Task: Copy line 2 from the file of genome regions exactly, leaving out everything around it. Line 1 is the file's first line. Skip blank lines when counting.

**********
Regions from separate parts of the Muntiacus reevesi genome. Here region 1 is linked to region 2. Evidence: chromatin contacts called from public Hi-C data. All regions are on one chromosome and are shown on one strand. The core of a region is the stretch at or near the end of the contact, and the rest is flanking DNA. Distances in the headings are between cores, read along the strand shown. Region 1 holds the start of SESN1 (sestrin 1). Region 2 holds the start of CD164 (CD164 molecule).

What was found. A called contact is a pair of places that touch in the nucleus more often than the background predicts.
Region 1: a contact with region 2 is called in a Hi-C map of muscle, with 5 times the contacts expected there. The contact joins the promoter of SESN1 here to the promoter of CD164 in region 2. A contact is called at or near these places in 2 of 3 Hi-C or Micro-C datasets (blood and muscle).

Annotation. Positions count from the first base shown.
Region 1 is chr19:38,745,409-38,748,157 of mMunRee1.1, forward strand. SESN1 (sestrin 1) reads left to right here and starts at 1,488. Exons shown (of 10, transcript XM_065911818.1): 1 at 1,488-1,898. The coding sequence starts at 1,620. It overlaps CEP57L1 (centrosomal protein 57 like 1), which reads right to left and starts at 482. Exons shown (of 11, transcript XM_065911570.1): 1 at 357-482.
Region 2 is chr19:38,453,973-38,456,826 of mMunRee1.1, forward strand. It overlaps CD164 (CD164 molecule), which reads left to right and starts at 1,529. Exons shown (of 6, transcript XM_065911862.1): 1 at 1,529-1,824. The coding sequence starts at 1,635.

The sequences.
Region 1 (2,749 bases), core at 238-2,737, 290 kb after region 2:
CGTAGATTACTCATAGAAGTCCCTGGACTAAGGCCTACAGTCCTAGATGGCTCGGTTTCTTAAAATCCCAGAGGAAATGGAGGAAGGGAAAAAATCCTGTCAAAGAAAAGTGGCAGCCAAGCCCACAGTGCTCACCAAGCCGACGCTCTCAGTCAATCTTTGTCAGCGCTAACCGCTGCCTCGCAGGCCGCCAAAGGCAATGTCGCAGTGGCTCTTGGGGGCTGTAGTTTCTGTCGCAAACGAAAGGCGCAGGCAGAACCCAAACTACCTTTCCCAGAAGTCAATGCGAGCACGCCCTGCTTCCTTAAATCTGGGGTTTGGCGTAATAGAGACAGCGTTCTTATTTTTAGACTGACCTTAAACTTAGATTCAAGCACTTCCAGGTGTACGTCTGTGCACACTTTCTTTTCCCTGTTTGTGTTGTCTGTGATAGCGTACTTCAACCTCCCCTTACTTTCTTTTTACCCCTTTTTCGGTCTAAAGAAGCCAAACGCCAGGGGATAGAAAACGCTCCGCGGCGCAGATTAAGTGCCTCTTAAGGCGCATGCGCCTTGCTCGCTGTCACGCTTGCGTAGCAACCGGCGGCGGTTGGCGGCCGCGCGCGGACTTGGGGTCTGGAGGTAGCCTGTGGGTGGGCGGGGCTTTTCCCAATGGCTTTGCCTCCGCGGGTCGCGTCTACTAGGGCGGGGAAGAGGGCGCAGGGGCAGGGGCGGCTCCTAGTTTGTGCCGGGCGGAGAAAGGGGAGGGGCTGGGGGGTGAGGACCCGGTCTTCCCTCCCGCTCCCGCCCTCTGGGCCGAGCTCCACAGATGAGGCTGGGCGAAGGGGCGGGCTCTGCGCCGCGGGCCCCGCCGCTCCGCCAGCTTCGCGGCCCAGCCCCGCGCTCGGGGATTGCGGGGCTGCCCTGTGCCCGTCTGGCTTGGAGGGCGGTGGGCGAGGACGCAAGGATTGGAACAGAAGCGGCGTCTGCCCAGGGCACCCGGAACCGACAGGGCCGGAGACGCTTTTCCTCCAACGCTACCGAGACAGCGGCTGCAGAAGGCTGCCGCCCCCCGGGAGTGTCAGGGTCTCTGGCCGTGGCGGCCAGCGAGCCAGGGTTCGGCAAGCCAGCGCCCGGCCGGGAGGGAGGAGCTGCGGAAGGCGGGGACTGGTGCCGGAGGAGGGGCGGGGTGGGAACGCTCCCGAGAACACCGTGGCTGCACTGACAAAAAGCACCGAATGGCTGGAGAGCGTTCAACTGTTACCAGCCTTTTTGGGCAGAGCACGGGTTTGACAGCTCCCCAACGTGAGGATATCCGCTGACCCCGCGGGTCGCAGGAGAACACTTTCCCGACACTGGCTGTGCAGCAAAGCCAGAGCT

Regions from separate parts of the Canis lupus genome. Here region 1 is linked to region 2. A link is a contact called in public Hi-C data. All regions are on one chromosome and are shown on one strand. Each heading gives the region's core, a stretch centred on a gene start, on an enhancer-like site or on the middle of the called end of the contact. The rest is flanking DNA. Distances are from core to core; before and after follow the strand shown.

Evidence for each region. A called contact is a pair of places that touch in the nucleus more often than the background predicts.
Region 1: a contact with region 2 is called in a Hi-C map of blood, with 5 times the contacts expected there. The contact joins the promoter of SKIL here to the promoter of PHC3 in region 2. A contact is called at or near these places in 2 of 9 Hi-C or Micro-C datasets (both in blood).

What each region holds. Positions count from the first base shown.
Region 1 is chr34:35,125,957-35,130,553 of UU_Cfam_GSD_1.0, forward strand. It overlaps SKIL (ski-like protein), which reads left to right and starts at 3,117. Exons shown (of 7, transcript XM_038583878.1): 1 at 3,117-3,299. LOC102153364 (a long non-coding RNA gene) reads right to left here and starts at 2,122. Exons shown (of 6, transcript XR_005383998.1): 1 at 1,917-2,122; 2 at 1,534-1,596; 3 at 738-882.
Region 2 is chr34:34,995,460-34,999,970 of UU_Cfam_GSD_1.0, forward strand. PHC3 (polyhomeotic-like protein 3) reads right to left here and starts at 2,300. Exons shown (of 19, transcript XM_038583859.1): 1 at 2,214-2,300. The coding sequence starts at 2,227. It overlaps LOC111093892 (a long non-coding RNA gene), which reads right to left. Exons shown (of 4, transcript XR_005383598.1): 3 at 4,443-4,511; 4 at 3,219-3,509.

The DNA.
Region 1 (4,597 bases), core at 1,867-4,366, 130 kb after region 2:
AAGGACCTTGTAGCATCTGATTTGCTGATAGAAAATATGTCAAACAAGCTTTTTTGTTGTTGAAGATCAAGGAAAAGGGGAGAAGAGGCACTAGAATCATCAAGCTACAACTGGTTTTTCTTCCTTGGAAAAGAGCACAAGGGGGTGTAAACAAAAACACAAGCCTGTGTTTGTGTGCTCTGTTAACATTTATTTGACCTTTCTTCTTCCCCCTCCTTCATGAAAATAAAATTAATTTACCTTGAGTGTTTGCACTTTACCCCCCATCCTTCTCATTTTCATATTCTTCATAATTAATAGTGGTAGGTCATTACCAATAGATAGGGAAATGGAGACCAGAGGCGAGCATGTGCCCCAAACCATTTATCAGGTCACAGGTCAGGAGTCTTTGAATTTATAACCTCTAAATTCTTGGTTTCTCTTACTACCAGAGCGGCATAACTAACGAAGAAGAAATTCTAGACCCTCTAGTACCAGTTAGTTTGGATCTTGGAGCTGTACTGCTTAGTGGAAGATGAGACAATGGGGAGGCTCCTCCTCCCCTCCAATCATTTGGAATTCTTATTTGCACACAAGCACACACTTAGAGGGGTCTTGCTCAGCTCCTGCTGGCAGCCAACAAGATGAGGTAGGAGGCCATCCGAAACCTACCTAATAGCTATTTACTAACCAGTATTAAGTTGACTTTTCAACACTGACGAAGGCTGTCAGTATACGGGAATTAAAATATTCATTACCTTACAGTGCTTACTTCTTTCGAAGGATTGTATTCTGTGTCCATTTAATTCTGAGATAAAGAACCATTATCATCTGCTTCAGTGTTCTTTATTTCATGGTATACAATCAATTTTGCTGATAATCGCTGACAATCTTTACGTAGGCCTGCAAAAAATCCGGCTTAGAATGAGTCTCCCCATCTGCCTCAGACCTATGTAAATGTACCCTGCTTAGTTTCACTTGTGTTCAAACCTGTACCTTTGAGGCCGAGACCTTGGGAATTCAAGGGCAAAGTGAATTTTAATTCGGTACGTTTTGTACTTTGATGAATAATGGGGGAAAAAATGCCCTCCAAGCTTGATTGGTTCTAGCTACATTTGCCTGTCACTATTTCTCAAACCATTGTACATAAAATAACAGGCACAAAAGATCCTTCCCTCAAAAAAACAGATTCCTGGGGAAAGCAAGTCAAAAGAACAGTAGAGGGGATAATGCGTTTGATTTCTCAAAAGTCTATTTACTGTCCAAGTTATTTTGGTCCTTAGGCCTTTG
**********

What was found. A called contact is a pair of places that touch in the nucleus more often than the background predicts.